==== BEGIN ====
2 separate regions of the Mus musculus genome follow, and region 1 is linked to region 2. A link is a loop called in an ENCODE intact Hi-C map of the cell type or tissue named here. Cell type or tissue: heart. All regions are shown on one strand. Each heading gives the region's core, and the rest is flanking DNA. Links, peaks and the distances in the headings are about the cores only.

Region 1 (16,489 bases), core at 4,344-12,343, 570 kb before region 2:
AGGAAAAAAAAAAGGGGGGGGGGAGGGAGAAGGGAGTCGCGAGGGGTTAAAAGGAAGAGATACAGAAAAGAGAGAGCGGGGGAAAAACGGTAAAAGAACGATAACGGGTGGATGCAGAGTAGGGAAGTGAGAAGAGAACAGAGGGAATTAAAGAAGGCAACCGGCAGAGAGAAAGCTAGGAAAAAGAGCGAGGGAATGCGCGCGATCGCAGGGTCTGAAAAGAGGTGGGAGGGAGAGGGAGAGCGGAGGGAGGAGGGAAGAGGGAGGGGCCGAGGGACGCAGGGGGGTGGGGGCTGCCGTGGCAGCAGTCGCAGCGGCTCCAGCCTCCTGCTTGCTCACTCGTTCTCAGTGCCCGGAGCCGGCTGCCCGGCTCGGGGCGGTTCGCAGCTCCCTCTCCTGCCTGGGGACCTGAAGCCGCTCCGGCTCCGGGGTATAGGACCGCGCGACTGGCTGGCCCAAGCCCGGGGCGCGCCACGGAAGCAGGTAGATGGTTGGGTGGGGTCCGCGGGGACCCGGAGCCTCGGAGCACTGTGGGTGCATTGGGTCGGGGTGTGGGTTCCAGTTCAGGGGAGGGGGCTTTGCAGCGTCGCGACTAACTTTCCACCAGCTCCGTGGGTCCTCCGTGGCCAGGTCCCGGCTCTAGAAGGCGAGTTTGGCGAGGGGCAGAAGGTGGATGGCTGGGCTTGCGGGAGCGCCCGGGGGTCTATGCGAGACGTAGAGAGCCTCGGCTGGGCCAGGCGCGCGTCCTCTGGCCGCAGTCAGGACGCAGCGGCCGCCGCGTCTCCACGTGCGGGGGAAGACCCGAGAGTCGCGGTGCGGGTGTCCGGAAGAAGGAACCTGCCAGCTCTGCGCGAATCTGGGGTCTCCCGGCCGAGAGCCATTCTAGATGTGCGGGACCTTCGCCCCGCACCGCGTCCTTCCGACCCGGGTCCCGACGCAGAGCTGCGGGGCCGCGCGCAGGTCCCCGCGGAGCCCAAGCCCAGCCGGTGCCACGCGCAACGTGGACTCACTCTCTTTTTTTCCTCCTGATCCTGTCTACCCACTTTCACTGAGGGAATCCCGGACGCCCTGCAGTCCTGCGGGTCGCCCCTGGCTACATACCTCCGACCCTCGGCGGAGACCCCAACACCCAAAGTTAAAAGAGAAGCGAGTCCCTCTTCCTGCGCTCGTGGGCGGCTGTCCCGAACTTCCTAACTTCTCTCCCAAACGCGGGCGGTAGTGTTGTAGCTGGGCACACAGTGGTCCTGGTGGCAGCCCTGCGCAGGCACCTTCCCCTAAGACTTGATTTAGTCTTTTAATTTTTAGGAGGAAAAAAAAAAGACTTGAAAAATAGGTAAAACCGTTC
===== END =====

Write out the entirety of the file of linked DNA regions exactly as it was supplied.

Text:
2 separate regions of the Mus musculus genome follow, and region 1 is linked to region 2. A link is a loop called in an ENCODE intact Hi-C map of the cell type or tissue named here. Cell type or tissue: heart. All regions are shown on one strand. Each heading gives the region's core, and the rest is flanking DNA. Links, peaks and the distances in the headings are about the cores only.

Region 1 (16,489 bases), core at 4,344-12,343, 570 kb before region 2:
AGGAAAAAAAAAAGGGGGGGGGGAGGGAGAAGGGAGTCGCGAGGGGTTAAAAGGAAGAGATACAGAAAAGAGAGAGCGGGGGAAAAACGGTAAAAGAACGATAACGGGTGGATGCAGAGTAGGGAAGTGAGAAGAGAACAGAGGGAATTAAAGAAGGCAACCGGCAGAGAGAAAGCTAGGAAAAAGAGCGAGGGAATGCGCGCGATCGCAGGGTCTGAAAAGAGGTGGGAGGGAGAGGGAGAGCGGAGGGAGGAGGGAAGAGGGAGGGGCCGAGGGACGCAGGGGGGTGGGGGCTGCCGTGGCAGCAGTCGCAGCGGCTCCAGCCTCCTGCTTGCTCACTCGTTCTCAGTGCCCGGAGCCGGCTGCCCGGCTCGGGGCGGTTCGCAGCTCCCTCTCCTGCCTGGGGACCTGAAGCCGCTCCGGCTCCGGGGTATAGGACCGCGCGACTGGCTGGCCCAAGCCCGGGGCGCGCCACGGAAGCAGGTAGATGGTTGGGTGGGGTCCGCGGGGACCCGGAGCCTCGGAGCACTGTGGGTGCATTGGGTCGGGGTGTGGGTTCCAGTTCAGGGGAGGGGGCTTTGCAGCGTCGCGACTAACTTTCCACCAGCTCCGTGGGTCCTCCGTGGCCAGGTCCCGGCTCTAGAAGGCGAGTTTGGCGAGGGGCAGAAGGTGGATGGCTGGGCTTGCGGGAGCGCCCGGGGGTCTATGCGAGACGTAGAGAGCCTCGGCTGGGCCAGGCGCGCGTCCTCTGGCCGCAGTCAGGACGCAGCGGCCGCCGCGTCTCCACGTGCGGGGGAAGACCCGAGAGTCGCGGTGCGGGTGTCCGGAAGAAGGAACCTGCCAGCTCTGCGCGAATCTGGGGTCTCCCGGCCGAGAGCCATTCTAGATGTGCGGGACCTTCGCCCCGCACCGCGTCCTTCCGACCCGGGTCCCGACGCAGAGCTGCGGGGCCGCGCGCAGGTCCCCGCGGAGCCCAAGCCCAGCCGGTGCCACGCGCAACGTGGACTCACTCTCTTTTTTTCCTCCTGATCCTGTCTACCCACTTTCACTGAGGGAATCCCGGACGCCCTGCAGTCCTGCGGGTCGCCCCTGGCTACATACCTCCGACCCTCGGCGGAGACCCCAACACCCAAAGTTAAAAGAGAAGCGAGTCCCTCTTCCTGCGCTCGTGGGCGGCTGTCCCGAACTTCCTAACTTCTCTCCCAAACGCGGGCGGTAGTGTTGTAGCTGGGCACACAGTGGTCCTGGTGGCAGCCCTGCGCAGGCACCTTCCCCTAAGACTTGATTTAGTCTTTTAATTTTTAGGAGGAAAAAAAAAAGACTTGAAAAATAGGTAAAACCGTTC